How bright should your grow light be?
Strawberry plants need the equivalent of 6+ hours of direct sunlight [DLI of 18+ mol/m²/day] to grow their best. In order to provide an equivalent amount with a grow light, it needs to be pretty bright! The 24W Sansi bulb should be placed 6 inches away from the top of the plant. This will give your PPFD (the standard measure of brightness) of 500 μmol/m²/s.
How many hours per day do your Strawberry plants need under a grow light?
Strawberry plants are known as “short-day,” meaning they’ll develop faster if they sense over 12 hours of darkness. We want them to progress into flowering as soon as possible, so we recommend setting up a timer to leave it on for only 10 hours per day.
Strawberry Plants Need Warm Temps with an Annual Chill
Strawberry plants are native to northern climates and need to rest each winter – brought on by shorter days and colder temperature. Plants need to be in between 32°F and 45°F for 200-400 hours in order to internally build the cellular structures that will become fruits. When your indoor plant starts to lose its leaves in fall, place it outside for a few months until you meet the “chilling requirement” (but bring them in if temps drop below 30°F for longer than a day). For the rest of the year, they are perfectly happy with a wide range of typical indoor temperatures.
Week 2-3: Check for Sprouts
You could see seedlings in as little as 7 days (though 20 days is more typical). If it’s been 30 days and you still don’t have any sprouts, it’s likely that your setup is too cold.
Week 4: Thin Your Seedlings
Thin your planter to only have 1 seedling per site – leaving the largest plant. If you are using the recommended planter (at least 6″ / 1 quart) this will mean you’ve got 1 plant after thinning. By getting rid of the smaller seedlings, you’re allowing the biggest and strongest one to flourish by reducing its competition for water, food, and space.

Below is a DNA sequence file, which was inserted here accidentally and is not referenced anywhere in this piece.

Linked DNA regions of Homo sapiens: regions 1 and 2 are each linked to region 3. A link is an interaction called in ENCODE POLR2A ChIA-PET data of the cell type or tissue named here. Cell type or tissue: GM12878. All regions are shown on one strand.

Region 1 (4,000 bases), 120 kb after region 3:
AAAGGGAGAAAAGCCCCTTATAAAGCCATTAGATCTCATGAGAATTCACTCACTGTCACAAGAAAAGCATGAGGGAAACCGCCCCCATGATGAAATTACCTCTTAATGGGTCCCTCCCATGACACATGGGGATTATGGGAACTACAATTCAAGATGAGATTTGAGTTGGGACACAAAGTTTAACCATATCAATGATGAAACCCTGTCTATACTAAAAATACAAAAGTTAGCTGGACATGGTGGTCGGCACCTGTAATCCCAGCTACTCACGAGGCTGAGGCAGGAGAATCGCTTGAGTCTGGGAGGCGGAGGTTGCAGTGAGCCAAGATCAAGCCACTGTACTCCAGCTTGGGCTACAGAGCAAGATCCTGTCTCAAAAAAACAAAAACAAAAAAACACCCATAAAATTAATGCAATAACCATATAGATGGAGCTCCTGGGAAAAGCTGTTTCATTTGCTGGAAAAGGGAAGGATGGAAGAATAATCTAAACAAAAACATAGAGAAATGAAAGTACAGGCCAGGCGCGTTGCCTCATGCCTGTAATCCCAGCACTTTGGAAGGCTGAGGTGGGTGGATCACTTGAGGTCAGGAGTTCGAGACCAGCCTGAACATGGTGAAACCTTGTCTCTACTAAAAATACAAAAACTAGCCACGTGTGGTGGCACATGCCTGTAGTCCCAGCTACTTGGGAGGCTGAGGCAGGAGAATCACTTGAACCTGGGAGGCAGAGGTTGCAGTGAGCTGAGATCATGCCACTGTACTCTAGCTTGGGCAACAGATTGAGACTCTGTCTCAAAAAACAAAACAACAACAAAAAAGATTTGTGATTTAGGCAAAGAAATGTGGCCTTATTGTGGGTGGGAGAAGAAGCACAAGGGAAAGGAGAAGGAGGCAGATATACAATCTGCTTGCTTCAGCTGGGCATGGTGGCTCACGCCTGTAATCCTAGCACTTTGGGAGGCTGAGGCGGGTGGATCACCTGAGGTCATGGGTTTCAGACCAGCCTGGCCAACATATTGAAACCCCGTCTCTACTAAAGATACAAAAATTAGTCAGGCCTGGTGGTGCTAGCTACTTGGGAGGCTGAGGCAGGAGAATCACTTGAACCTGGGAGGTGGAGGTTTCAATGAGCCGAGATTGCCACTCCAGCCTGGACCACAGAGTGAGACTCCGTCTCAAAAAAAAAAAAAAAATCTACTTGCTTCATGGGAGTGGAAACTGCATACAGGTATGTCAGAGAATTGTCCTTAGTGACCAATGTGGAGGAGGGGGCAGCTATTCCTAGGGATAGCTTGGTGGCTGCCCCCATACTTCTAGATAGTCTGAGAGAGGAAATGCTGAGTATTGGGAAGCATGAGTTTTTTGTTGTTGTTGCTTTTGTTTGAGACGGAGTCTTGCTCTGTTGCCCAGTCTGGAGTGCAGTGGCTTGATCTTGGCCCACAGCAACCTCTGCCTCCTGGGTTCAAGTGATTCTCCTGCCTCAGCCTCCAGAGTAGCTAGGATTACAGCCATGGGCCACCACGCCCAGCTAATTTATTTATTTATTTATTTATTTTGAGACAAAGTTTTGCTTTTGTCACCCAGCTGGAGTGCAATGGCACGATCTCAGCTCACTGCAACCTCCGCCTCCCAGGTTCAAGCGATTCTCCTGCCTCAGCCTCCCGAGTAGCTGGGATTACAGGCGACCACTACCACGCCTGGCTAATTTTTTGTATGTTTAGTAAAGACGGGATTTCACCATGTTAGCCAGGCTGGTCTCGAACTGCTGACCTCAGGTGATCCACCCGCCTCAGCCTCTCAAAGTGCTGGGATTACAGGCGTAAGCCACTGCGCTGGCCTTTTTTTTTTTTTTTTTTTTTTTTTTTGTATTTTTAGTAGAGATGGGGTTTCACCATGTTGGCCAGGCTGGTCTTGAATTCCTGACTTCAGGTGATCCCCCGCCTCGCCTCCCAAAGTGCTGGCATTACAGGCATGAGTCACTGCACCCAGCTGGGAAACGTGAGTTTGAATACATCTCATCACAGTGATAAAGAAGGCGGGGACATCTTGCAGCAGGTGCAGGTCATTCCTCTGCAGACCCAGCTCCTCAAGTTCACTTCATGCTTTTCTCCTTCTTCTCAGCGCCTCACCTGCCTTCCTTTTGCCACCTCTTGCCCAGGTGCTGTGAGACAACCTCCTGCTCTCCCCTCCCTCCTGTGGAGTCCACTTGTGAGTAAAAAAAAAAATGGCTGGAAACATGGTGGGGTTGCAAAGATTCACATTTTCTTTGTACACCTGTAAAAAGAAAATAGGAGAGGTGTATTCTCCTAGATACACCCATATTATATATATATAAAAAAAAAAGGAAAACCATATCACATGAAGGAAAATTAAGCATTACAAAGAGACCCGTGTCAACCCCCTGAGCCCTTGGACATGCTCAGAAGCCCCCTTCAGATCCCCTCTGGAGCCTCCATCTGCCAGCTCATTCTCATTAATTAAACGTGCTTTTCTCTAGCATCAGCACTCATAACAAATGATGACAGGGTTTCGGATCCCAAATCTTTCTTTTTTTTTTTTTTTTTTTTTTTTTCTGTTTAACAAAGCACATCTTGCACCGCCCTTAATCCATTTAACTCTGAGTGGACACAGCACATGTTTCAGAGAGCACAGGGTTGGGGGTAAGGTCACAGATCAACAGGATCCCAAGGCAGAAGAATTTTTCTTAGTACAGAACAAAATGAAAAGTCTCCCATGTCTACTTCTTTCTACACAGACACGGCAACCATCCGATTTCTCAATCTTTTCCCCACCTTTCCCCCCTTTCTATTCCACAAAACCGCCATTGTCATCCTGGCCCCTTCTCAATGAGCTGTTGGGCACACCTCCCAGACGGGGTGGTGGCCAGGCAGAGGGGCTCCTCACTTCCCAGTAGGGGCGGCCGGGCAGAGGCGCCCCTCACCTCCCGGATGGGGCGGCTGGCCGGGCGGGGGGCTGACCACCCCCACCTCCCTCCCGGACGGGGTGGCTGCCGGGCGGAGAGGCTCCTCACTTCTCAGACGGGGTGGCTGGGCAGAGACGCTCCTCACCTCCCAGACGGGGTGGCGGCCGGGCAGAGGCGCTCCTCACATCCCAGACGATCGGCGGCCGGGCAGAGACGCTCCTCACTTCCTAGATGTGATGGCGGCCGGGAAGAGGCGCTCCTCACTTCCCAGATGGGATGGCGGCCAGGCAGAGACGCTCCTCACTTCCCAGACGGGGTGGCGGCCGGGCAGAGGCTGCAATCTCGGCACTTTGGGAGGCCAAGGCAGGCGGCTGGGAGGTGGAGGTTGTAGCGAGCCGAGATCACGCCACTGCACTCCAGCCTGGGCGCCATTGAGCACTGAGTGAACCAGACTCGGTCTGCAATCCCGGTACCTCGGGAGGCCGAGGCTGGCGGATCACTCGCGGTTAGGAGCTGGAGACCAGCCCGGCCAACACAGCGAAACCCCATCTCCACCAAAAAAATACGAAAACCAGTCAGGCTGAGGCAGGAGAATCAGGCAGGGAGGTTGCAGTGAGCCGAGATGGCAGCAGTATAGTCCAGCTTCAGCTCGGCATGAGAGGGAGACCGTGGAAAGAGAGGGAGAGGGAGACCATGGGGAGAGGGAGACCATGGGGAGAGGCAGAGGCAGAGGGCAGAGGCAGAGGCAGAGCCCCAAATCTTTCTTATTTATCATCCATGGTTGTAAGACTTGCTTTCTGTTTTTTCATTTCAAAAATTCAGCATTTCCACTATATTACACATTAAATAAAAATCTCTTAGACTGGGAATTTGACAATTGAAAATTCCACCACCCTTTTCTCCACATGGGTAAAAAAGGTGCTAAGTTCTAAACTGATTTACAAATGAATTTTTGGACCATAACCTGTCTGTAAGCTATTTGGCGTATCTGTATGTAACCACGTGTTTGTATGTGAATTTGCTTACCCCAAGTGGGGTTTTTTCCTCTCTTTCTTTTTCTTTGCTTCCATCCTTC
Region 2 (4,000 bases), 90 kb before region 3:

If your seedlings are under 1 inch, stretching out, or folding over, it’s likely that they don’t have quite enough light.
Year 1+: How to Pollinate Your Strawberry Flowers
In order for a flower to turn into a strawberry, it needs to be pollinated. Outdoors, insects and wind move pollen around. Without those, the indoor gardener sometimes needs to step in. To help them out, wait until the flowers open then just give them a slight shake or “rub the nose” of the flower. After the flowers form, it generally takes 4 to 6 weeks for strawberries to reach their full, ripe size.
Year 1+: How to Harvest Strawberries
Strawberries are easy – just wait until they are bright red! Strawberries won’t ripen after they are harvested, so you’ll want to wait until they’re perfectly ripe on the plant. Oftentimes there will be some less ripe ones in the same bunch – so just be careful to not disturb them when you are harvesting the good ones.
Year 5-6: End of Life
Individual strawberry plants can live for 5-6 years, but throughout their lives, they will produce “runners” which can keep the patch alive indefinitely.
Shop This Blog
The right supplies can take the guesswork out of caring for your plants – and turn care from a daily to weekly routine. Through our grow tests, we’ve found these products to produce the best indoor Strawberry (and also have simple maintenance). Plants are adaptable and can grow in many different conditions, so they are by no means necessary if you already have other supplies.
Best Containers for Strawberry: Ceramic Self Watering Planters
Plants thrive on consistent moisture but can suffer if they’re waterlogged. A semi-porous ceramic self regulates ideal conditions. Our favorite is the COSWIP planter. Runner up is XS Self Watering Planter by Wet Pot.
Best Soil for Strawberry: Standard Potting Mix
Strawberry likes a rich and moist root zone – so you are best off with a standard potting mix – we like this Organic Mix by Espoma.
Best Nutrients for Strawberry: Balanced Blend
Strawberry likes nutrients that are equal parts nitrogen, phosphorus, and potassium (with NPK numbers like 10-10-10). For a Balanced Blend we recommend: Dr Earth All Purpose
Best Light for Strawberry: DIY or Soltech
There is a very small chance that you have the bright windows needed to grow these without a grow light. If you are looking for a higher-end option – we love the Aspect Light by Soltech. For a more affordable option, a DIY setup using a 24W Screw-in Bulb by Sansi with a Clamp Light and Mechanical Timer works well too. Check out our complete guide on a DIY setup for less than $40 or our buying guide for screw in bulbs.